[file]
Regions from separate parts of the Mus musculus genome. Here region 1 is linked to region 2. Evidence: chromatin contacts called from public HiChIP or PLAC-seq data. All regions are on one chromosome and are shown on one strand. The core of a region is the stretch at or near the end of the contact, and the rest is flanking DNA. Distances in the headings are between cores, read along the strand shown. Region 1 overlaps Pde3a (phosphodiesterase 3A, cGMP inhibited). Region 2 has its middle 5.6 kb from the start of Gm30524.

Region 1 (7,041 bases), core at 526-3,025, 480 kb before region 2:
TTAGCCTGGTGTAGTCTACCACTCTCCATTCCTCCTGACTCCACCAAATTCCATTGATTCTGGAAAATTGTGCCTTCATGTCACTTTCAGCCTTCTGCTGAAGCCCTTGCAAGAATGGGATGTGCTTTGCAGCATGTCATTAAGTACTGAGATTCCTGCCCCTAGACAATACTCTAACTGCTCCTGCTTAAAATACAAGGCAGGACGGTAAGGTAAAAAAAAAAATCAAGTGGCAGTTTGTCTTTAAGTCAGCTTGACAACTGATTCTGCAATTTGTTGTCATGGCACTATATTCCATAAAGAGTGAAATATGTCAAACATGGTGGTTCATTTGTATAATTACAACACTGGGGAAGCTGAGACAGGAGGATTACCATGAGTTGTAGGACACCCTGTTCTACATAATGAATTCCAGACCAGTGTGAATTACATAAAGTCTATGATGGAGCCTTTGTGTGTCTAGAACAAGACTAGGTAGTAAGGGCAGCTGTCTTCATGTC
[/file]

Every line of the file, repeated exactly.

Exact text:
Regions from separate parts of the Mus musculus genome. Here region 1 is linked to region 2. Evidence: chromatin contacts called from public HiChIP or PLAC-seq data. All regions are on one chromosome and are shown on one strand. The core of a region is the stretch at or near the end of the contact, and the rest is flanking DNA. Distances in the headings are between cores, read along the strand shown. Region 1 overlaps Pde3a (phosphodiesterase 3A, cGMP inhibited). Region 2 has its middle 5.6 kb from the start of Gm30524.

Region 1 (7,041 bases), core at 526-3,025, 480 kb before region 2:
TTAGCCTGGTGTAGTCTACCACTCTCCATTCCTCCTGACTCCACCAAATTCCATTGATTCTGGAAAATTGTGCCTTCATGTCACTTTCAGCCTTCTGCTGAAGCCCTTGCAAGAATGGGATGTGCTTTGCAGCATGTCATTAAGTACTGAGATTCCTGCCCCTAGACAATACTCTAACTGCTCCTGCTTAAAATACAAGGCAGGACGGTAAGGTAAAAAAAAAAATCAAGTGGCAGTTTGTCTTTAAGTCAGCTTGACAACTGATTCTGCAATTTGTTGTCATGGCACTATATTCCATAAAGAGTGAAATATGTCAAACATGGTGGTTCATTTGTATAATTACAACACTGGGGAAGCTGAGACAGGAGGATTACCATGAGTTGTAGGACACCCTGTTCTACATAATGAATTCCAGACCAGTGTGAATTACATAAAGTCTATGATGGAGCCTTTGTGTGTCTAGAACAAGACTAGGTAGTAAGGGCAGCTGTCTTCATGTC